• Spring 1975 – back to Cambodia for the final weeks before the Khmer Rouge take Phnom Penh. It is in transit in Saigon that McCullin learns his name is on a government blacklist and he is prevented from entering Vietnam and locked up by police in the airport until he can blag a seat on the flight organised by Daily Mail editor David English taking Vietnamese war orphans to England.
  • Beirut 1975 – McCullin had visited Beirut in the 1960s when it was a safe playground for the international rich, but in 1975 long-simmering resentments burst into a complex, violent and bitter civil war. At great risk McCullin photographs a massacre carried out by the right-wing Christian Falange militia.
  • 1975 – among the Palestinian Liberation organisation, McCullin meets Yasser Arafat and other leaders, and gives his take on the Arab-Israeli struggle, bringing out the terrorist tactics of the Jewish side – the well-known Irgun and Stern gang – and Jewish massacres of Palestinians back in the founding year of 1948.
  • 1977 – West Germany, to report on old Nazis, Hitler’s bodyguard, unrepentant SS killers.
  • Iran autumn 1978 to cover a huge earthquake.
  • Iran 1979 after the Islamic Revolution.
  • Spring 1980 with the mujahedeen in Afghanistan.
  • Spring 1982 – El Salvador. Covering a firefight in a remote town between soldiers and left-wing guerrillas he falls off a roof, breaking his arm in five places. He makes it to a hospital, is looked after by colleagues and flown back to England, but the long-term injury interferes with his ability to hold a camera. Worse, it crystallises the strains in his marriage. In a few dispassionate pages he describes leaving his wife of twenty years and children, and moving in with the new love of his life, Laraine Ashton, founder of the model agency IMG.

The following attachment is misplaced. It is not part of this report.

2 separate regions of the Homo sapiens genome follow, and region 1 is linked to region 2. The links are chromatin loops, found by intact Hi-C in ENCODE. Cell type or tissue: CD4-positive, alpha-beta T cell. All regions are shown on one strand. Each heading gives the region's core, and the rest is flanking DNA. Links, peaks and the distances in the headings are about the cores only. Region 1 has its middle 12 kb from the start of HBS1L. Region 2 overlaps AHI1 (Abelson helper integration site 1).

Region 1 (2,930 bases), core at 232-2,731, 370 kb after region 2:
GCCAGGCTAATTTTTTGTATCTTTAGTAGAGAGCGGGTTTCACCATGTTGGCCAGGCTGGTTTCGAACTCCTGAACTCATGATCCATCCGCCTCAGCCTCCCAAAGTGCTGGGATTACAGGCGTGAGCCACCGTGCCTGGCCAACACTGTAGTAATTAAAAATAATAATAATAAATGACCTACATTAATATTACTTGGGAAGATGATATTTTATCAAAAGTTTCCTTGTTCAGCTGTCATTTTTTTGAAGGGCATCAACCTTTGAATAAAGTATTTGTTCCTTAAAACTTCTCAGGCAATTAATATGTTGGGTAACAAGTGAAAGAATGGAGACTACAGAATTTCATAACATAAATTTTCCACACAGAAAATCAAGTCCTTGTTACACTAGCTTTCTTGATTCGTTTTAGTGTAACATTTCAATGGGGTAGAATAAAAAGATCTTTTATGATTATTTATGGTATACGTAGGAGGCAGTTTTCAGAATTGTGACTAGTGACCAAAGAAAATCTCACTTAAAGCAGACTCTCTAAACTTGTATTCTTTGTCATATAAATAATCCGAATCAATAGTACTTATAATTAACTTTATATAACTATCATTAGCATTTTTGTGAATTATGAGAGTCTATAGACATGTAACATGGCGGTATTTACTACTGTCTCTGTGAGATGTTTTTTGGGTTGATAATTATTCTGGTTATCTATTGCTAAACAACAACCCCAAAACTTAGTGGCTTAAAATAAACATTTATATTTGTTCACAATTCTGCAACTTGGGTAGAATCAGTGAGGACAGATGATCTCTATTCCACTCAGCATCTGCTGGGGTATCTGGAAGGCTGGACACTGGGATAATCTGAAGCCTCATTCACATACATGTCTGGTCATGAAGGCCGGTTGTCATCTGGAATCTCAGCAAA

• 1982 the Lebanon – to cover the Israeli invasion.
  • 1983 Equatorial Guinea ‘the nastiest place on earth’.
  • 1980s A lengthy trip to see Indonesia’s most primitive tribes, in places like Irian Jiwa and the Mentawai Islands, with photographer Mark Shand (who wrote it up in a book titled Skulduggery).

Personal life

At this point in the early 1980s a lot of things went wrong for McCullin. His marriage broke down. His injuries took nearly two years to properly heal. The British authorities prevented him going with the Task Force to the Falklands War, which could have been the climax of his war career and obviously still rankles 35 years later.

And then Andrew Neil, the new editor of the Sunday Times, itself recently bought by the brash media tycoon Rupert Murdoch, turned its back on the gritty reportage of the 1960s and 70s to concentrate more on style and celebrity. As a friend summed it up to McCullin – ‘No more starving Third World babies; more successful businessmen around their weekend barbecues.’ (p.275) The book describes the meeting with Neil in which he was manoeuvred into resigning.